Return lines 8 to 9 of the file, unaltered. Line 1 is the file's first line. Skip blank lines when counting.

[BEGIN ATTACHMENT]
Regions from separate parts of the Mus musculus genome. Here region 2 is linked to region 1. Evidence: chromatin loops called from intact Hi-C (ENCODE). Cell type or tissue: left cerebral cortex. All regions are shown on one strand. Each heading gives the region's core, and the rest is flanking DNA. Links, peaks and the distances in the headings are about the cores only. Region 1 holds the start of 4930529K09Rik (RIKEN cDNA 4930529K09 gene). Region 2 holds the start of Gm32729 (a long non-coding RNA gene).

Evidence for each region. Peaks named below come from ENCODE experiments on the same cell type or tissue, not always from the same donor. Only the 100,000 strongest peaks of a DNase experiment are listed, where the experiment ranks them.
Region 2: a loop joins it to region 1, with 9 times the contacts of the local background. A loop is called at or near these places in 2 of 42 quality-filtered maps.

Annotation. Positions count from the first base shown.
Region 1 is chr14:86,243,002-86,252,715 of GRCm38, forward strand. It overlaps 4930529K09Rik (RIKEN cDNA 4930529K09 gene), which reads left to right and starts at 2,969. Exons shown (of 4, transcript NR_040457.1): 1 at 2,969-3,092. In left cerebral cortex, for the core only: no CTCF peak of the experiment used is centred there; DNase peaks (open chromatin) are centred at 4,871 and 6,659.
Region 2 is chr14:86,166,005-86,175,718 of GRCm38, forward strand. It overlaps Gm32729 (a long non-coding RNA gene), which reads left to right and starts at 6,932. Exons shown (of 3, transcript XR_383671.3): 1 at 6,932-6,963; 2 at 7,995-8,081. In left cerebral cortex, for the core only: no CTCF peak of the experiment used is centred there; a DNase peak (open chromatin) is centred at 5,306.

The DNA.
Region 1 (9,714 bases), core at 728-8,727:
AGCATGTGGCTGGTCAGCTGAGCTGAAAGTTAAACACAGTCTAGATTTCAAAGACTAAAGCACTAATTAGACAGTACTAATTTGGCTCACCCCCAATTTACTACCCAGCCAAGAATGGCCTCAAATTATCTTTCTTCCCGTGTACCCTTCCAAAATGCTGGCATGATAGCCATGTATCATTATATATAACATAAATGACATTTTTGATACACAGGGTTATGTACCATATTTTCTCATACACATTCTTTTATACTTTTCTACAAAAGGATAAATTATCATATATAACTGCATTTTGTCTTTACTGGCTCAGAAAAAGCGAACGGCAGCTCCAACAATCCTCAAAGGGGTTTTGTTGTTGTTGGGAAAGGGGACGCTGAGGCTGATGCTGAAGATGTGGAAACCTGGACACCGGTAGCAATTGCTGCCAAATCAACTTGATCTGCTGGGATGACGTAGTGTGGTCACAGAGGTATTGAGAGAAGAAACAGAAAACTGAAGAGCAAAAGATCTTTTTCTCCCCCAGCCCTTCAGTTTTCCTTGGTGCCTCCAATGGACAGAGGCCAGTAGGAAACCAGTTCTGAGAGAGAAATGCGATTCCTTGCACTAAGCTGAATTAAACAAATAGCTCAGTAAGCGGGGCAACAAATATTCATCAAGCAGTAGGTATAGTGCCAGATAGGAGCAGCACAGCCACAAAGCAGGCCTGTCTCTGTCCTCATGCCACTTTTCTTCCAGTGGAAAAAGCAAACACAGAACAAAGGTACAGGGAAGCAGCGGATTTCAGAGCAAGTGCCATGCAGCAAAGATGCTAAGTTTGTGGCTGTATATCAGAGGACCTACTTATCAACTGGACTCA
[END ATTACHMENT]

Region 1 (9,714 bases), core at 728-8,727:
AGCATGTGGCTGGTCAGCTGAGCTGAAAGTTAAACACAGTCTAGATTTCAAAGACTAAAGCACTAATTAGACAGTACTAATTTGGCTCACCCCCAATTTACTACCCAGCCAAGAATGGCCTCAAATTATCTTTCTTCCCGTGTACCCTTCCAAAATGCTGGCATGATAGCCATGTATCATTATATATAACATAAATGACATTTTTGATACACAGGGTTATGTACCATATTTTCTCATACACATTCTTTTATACTTTTCTACAAAAGGATAAATTATCATATATAACTGCATTTTGTCTTTACTGGCTCAGAAAAAGCGAACGGCAGCTCCAACAATCCTCAAAGGGGTTTTGTTGTTGTTGGGAAAGGGGACGCTGAGGCTGATGCTGAAGATGTGGAAACCTGGACACCGGTAGCAATTGCTGCCAAATCAACTTGATCTGCTGGGATGACGTAGTGTGGTCACAGAGGTATTGAGAGAAGAAACAGAAAACTGAAGAGCAAAAGATCTTTTTCTCCCCCAGCCCTTCAGTTTTCCTTGGTGCCTCCAATGGACAGAGGCCAGTAGGAAACCAGTTCTGAGAGAGAAATGCGATTCCTTGCACTAAGCTGAATTAAACAAATAGCTCAGTAAGCGGGGCAACAAATATTCATCAAGCAGTAGGTATAGTGCCAGATAGGAGCAGCACAGCCACAAAGCAGGCCTGTCTCTGTCCTCATGCCACTTTTCTTCCAGTGGAAAAAGCAAACACAGAACAAAGGTACAGGGAAGCAGCGGATTTCAGAGCAAGTGCCATGCAGCAAAGATGCTAAGTTTGTGGCTGTATATCAGAGGACCTACTTATCAACTGGACTCA